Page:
The past 40 years have seen a slow, steady descent of interest rates falling, as globalization, demographics and fiscal policy have coalesced to contribute to this phenomenon. This has created an environment where longer term yielding instruments—such as treasury bonds—have consistently appreciated in price, because prices of yielding assets move inversely to their rate in a falling interest rate environment. If any of that does not register or make sense to you, read it again and again until it does. Or better yet, reach out and say hello and we will be happy to discuss it with you.
Now, the price of yielding assets going up may sound like a good thing, and maybe it is. We're not here to debate this point. It does however create problems along the way. Asset prices increasing tends to promote risk-taking and leverage. This in turn reinforces the cycle of price increases, which continues to beget more risk taking. As more and more leverage is introduced into the system, valuations have a tendency to get extreme. Debt is by its very nature a humbling tool.
There are only three ways a smart person can go broke: liquor, ladies and leverage. Now the truth is — the first two he just added because they started with L — it’s leverage.
- Warren Buffett quoting his business partner Charlie Munger
There is another reality about leverage and a debt-based system, it can really only end one way. With excessive indebtedness, reaching for yield and eventually interest rates that cannot rise, or else everyone who is heavily leveraged will be wiped out. Let us be very clear in saying this was always going to happen, and always will with our current system.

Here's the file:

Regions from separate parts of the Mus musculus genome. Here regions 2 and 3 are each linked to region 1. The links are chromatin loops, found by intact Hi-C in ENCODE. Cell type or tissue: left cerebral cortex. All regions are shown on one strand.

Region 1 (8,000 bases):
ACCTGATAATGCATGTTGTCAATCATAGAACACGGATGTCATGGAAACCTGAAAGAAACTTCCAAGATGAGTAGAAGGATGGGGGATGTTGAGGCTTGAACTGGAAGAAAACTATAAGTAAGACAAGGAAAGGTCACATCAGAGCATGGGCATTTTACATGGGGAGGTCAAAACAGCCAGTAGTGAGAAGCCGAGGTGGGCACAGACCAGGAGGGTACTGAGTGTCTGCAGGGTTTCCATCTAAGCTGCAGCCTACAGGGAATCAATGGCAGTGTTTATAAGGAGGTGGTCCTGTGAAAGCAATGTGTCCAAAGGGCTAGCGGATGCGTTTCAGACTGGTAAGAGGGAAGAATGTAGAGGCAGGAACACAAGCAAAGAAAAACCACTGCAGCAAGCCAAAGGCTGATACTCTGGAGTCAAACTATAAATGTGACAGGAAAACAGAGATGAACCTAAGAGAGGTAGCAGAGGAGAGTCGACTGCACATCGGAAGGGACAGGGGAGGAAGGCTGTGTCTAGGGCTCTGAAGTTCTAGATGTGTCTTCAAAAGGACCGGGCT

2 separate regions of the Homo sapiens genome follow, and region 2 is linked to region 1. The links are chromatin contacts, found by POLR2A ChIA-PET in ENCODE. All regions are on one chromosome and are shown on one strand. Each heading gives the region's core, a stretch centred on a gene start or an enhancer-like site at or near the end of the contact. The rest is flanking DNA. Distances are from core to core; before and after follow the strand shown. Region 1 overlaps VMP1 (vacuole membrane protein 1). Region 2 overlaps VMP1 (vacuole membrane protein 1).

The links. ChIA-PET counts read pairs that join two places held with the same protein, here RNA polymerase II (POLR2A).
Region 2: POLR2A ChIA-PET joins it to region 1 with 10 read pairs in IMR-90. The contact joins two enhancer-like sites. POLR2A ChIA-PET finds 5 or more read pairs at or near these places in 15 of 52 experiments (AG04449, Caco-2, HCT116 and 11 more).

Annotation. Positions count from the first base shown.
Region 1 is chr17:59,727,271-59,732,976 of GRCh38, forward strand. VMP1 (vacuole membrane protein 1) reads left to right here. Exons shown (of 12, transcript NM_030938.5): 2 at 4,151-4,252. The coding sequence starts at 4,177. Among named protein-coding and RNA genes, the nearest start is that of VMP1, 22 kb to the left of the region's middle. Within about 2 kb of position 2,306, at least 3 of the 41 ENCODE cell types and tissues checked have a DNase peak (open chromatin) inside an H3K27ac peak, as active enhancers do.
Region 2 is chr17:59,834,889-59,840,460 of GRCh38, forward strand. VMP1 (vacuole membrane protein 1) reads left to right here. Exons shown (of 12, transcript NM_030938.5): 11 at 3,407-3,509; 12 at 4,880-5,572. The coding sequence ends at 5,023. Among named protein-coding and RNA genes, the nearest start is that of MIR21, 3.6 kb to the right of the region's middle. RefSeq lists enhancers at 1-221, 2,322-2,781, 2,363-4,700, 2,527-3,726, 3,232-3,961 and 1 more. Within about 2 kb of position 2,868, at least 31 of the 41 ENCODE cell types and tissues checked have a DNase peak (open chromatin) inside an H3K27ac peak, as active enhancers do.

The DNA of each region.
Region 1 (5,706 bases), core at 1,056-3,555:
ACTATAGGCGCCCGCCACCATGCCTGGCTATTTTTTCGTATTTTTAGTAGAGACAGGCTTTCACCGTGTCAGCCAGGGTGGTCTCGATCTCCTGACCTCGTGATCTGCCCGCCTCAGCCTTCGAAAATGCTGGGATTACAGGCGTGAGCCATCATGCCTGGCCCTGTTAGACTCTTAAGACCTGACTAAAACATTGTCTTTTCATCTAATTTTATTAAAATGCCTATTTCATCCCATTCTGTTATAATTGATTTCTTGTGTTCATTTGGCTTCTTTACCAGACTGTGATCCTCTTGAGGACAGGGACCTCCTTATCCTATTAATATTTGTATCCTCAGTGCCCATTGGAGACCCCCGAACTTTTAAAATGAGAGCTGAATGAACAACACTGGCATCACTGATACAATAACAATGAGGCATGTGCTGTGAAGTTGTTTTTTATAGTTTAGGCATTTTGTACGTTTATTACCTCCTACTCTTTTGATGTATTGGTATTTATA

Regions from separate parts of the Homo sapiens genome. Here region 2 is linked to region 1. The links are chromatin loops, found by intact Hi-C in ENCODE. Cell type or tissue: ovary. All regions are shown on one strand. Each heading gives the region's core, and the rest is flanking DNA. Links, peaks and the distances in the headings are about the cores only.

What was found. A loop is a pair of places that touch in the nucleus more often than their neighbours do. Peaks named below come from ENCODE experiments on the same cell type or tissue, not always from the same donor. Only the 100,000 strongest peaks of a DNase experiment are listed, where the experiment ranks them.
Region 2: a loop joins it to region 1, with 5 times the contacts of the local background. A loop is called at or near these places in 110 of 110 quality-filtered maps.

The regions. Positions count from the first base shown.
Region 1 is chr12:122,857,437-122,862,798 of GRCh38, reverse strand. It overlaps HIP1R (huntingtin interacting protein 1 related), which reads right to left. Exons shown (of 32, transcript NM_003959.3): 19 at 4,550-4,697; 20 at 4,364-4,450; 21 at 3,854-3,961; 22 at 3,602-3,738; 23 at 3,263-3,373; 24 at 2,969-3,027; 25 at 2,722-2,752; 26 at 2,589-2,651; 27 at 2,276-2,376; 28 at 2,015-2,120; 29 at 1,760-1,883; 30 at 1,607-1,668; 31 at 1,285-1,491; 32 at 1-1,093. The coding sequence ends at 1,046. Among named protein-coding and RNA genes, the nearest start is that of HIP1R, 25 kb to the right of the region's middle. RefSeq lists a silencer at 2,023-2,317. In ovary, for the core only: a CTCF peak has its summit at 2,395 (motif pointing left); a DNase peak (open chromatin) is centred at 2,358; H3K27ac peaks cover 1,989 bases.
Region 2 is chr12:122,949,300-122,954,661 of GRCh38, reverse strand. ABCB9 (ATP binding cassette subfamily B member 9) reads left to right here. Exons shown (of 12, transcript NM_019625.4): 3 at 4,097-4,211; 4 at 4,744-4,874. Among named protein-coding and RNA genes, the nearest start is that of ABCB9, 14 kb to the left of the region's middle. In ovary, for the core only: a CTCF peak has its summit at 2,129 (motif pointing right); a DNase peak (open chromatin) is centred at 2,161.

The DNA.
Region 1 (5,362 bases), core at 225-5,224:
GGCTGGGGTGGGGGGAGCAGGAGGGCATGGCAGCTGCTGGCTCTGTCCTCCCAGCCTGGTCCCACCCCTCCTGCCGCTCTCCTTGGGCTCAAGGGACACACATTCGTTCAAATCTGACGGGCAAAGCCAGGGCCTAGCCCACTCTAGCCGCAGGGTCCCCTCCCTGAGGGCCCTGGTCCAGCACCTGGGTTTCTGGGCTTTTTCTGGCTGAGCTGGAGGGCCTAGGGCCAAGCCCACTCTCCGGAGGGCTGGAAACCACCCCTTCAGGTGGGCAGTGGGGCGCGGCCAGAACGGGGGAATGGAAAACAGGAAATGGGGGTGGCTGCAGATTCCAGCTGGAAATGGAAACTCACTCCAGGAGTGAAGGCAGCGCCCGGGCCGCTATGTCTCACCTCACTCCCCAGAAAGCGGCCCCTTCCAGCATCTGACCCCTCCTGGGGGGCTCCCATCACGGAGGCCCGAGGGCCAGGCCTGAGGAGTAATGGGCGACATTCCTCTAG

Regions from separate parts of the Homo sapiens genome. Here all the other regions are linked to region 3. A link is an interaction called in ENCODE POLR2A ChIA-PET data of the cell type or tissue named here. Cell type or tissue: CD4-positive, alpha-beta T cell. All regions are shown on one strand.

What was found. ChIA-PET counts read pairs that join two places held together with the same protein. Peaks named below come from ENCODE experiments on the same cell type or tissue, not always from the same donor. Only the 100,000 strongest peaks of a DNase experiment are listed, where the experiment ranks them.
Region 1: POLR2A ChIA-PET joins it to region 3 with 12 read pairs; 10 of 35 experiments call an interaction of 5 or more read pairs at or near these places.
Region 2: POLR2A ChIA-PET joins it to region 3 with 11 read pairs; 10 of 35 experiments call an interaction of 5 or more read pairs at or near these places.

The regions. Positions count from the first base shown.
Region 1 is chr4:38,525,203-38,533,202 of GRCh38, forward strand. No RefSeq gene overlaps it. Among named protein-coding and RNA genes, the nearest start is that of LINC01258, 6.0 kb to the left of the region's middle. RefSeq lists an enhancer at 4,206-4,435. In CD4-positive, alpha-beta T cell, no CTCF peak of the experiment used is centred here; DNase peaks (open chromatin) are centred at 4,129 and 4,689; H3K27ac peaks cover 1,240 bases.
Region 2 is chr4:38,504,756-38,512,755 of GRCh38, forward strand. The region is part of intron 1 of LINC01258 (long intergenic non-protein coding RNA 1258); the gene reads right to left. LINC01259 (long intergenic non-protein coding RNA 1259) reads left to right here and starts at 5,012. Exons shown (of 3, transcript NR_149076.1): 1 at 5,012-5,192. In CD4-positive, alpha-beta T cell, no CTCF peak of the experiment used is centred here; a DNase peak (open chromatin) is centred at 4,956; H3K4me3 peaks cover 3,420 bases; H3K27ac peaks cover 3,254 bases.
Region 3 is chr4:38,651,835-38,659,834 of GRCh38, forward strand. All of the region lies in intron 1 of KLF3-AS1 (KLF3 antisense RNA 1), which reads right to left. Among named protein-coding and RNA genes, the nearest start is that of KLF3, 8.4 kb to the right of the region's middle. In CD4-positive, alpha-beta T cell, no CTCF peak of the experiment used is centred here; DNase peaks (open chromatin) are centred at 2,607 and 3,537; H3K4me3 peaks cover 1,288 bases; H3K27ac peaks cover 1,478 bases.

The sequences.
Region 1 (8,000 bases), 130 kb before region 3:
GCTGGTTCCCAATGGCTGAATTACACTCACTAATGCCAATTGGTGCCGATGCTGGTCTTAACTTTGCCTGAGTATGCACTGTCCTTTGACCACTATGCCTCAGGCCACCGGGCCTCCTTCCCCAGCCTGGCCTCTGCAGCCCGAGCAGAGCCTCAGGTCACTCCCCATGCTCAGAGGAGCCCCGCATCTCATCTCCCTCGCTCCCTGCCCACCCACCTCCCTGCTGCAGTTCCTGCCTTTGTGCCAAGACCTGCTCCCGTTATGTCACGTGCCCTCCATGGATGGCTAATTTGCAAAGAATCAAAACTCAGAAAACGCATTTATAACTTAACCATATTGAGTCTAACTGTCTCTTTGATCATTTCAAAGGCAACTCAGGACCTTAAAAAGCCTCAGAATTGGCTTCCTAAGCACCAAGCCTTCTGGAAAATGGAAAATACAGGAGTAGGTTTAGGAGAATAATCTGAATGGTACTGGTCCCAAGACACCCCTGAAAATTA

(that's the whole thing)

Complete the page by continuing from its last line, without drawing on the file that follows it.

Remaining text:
The minuscule or even negative interest rates you are seeing around the world are an orchestrated event. To keep the music going, central banks fully understand that rates must stay ultra low or even negative, to keep the music playing and the party rocking. It's the equivalent of continually spiking the punch stronger the later the night gets. We all know that does not end well.
When asset values go up, cap rates (or, the amount you can make owning assets) goes down. In this way, asset appreciation acts exactly like a bond. This creates a problem for anyone on a fixed income, or seeking yield from their investments. The best savings accounts pay 50 basis points or less, with bonds barely better than that.
So what is one to do? Clearly we can't just forgo the idea of cash flow in our investments, as the capital appreciation gambit of cryptos, stocks and other risky instruments will not last forever.
If any of this resonates with you, please reach out for a chat with YouAre | Abundant. We're here to help you create yield in this environment of endless uncertainty.